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Silt vs Jam - What's the difference?

silt | jam |

As nouns the difference between silt and jam

is that silt is mud or fine earth deposited from running or standing water while jam is a sweet mixture of fruit boiled with sugar and allowed to congeal. Often spread on bread or toast or used in jam tarts.

As verbs the difference between silt and jam

is that silt is to clog or fill with silt while jam is to get something stuck in a confined space.

silt

English

Noun

  • Mud or fine earth deposited from running or standing water.
  • Material with similar physical characteristics, whatever its origins or transport.
  • (geology) A particle from 3.9 to 62.5 microns in diameter, following the Wentworth scale
  • See also

    * alluvium * varve

    Verb

    (en verb)
  • To clog or fill with silt.
  • To become clogged with silt.
  • To flow through crevices; to percolate.
  • Derived terms

    * silt up

    Anagrams

    * ----

    jam

    English

    , a type of jam, spread on a piece of bread

    Etymology 1

    Noun

  • A sweet mixture of fruit boiled with sugar and allowed to congeal. Often spread on bread or toast or used in jam tarts.
  • (countable) A difficult situation.
  • I’m in a jam right now. Can you help me out?
  • * 1975 , (Bob Dylan), (Tangled Up in Blue)
  • She was married when we first met
    Soon to be divorced
    I helped her out of a jam , I guess
    But I used a little too much force.
  • (countable) Blockage, congestion.
  • A traffic jam caused us to miss the game's first period.
    a jam of logs in a river
  • An informal, impromptu performance or rehearsal.
  • (countable, baseball) A difficult situation for a pitcher or defending team.
  • He's in a jam now, having walked the bases loaded with the cleanup hitter coming to bat.
  • (countable, basketball) A forceful dunk.
  • (countable, roller derby) A play during which points can be scored.
  • Toughie scored four points in that jam .
  • (climbing, countable) Any of several maneuvers requiring wedging of an extremity into a tight space.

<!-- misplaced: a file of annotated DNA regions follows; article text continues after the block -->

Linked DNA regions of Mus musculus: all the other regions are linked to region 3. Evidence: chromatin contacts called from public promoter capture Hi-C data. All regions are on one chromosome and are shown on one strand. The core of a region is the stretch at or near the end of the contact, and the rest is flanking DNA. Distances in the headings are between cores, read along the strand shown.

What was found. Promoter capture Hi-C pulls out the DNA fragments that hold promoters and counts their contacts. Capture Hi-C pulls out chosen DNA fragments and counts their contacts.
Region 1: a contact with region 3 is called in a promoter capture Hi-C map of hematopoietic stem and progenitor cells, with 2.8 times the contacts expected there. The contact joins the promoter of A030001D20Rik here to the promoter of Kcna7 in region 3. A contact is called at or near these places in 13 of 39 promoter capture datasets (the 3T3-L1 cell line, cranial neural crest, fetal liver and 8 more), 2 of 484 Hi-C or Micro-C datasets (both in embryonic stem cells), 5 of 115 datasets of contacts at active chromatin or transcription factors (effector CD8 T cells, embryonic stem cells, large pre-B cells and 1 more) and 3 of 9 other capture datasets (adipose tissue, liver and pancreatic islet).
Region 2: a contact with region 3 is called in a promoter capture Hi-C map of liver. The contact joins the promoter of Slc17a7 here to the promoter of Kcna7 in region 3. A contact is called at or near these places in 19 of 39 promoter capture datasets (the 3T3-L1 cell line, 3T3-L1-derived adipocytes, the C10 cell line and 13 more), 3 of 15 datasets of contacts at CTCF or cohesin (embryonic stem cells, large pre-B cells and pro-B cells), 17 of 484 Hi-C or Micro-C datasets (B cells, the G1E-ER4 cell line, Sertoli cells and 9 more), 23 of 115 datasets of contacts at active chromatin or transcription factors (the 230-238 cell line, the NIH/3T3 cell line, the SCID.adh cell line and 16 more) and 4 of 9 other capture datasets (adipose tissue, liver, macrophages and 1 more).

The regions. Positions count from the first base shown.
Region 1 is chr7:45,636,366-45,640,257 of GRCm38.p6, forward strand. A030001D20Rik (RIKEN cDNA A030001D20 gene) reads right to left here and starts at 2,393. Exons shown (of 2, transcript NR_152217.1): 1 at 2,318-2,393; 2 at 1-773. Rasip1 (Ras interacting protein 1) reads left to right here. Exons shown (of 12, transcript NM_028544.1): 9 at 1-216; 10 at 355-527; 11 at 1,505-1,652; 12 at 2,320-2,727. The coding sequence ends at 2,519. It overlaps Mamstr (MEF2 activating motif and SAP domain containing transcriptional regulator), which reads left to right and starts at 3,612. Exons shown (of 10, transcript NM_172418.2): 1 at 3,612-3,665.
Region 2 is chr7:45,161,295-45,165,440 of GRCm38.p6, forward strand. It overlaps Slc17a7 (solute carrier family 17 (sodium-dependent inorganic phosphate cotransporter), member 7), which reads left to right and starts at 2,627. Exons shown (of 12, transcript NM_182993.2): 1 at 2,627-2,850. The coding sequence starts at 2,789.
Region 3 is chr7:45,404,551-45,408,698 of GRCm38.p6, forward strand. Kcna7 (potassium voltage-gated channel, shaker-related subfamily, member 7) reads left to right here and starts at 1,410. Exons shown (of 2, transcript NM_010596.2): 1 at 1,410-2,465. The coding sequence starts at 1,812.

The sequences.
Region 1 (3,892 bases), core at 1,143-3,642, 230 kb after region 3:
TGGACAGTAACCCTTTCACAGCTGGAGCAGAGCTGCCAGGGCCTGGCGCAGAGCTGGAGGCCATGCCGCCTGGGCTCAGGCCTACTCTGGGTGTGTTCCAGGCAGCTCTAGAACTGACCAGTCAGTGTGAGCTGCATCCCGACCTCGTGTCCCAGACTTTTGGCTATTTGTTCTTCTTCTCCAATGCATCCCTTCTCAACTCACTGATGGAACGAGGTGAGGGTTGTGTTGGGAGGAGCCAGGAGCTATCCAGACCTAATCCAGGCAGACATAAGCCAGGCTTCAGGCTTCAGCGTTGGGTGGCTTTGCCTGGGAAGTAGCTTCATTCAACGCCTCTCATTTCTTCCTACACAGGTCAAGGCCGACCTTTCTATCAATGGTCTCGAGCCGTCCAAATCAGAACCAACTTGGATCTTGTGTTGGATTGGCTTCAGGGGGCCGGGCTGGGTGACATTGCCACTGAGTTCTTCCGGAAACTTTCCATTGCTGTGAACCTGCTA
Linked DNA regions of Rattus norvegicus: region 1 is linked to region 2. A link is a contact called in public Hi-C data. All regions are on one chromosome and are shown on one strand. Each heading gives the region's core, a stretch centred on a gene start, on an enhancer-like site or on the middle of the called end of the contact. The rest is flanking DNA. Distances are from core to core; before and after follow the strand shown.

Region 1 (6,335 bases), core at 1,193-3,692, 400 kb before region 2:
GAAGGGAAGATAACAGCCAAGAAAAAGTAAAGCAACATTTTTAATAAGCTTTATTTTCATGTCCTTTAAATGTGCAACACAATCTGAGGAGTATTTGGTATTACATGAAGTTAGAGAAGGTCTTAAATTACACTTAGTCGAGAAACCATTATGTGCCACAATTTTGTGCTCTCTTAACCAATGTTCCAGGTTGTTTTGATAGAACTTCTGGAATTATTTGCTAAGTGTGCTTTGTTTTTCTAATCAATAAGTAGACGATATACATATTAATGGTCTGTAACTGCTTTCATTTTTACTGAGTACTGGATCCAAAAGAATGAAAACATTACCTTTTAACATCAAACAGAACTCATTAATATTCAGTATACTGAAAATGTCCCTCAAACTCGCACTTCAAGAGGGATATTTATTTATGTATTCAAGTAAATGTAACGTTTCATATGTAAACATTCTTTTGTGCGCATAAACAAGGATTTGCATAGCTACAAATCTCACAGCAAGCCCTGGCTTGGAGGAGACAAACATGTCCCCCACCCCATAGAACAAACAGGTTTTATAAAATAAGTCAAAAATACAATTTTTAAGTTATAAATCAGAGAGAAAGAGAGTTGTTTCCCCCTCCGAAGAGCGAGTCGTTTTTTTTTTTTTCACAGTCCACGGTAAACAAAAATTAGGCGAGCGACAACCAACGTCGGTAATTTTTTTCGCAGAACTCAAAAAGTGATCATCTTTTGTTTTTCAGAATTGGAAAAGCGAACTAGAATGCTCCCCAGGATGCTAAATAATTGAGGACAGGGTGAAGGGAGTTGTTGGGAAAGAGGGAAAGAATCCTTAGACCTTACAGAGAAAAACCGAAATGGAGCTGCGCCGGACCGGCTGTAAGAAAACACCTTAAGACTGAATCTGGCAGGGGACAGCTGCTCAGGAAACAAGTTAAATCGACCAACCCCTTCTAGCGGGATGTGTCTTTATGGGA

• I used a whole series of fist and foot jams in that crack.
  • (UK) luck.
  • He's got more jam than Waitrose.
  • (mining)
  • Synonyms
    * (sweet mixture of fruit) conserve, (US) jelly, preserve * See also
    Derived terms
    * jamjar * jammy * jam band * jam roly poly * jam sandwich * jam session * jam tart * jam tomorrow * log jam * Murrumbidgee jam * pearl jam * power jam * toe jam * traffic jam * want jam on it * climbing: ** hand jam ** finger jam ** fist jam ** foot jam ** pinkie jam ** ring jam ** thumb-down jam
    See also
    * jelly * marmalade

    Verb

    (jamm)
  • To get something stuck in a confined space.
  • My foot got jammed in a gap between the rocks.
    Her poor little baby toe got jammed in the door.
    I jammed the top knuckle of my ring finger.
  • To brusquely force something into a space; cram, squeeze.
  • They temporarily stopped the gas tank leak by jamming a piece of taffy into the hole.
    The rush-hour train was jammed with commuters.
  • To cause congestion or blockage. Often used with "up"
  • A single accident can jam the roads for hours.
  • To block or confuse a broadcast signal.
  • (baseball) To throw a pitch at or near the batter's hands.
  • Jones was jammed by the pitch.
  • (music) To play music (especially improvisation as a group, or an informal unrehearsed session).
  • To injure a finger or toe by sudden compression of the digit's tip.
  • When he tripped on the step he jammed his toe.
  • (roller derby) To attempt to score points.
  • Toughie jammed four times in the second period.
  • (nautical) To bring (a vessel) so close to the wind that half her upper sails are laid aback.
  • Synonyms
    * ram
    Derived terms
    * (to squeeze into a small space) jam-pack * jammer

    Etymology 2

    (etyl) or (etyl), meaning "garment, robe"; related to pajamas.

    Noun

    (en noun)
  • (dated) A kind of frock for children.
  • English ergative verbs ----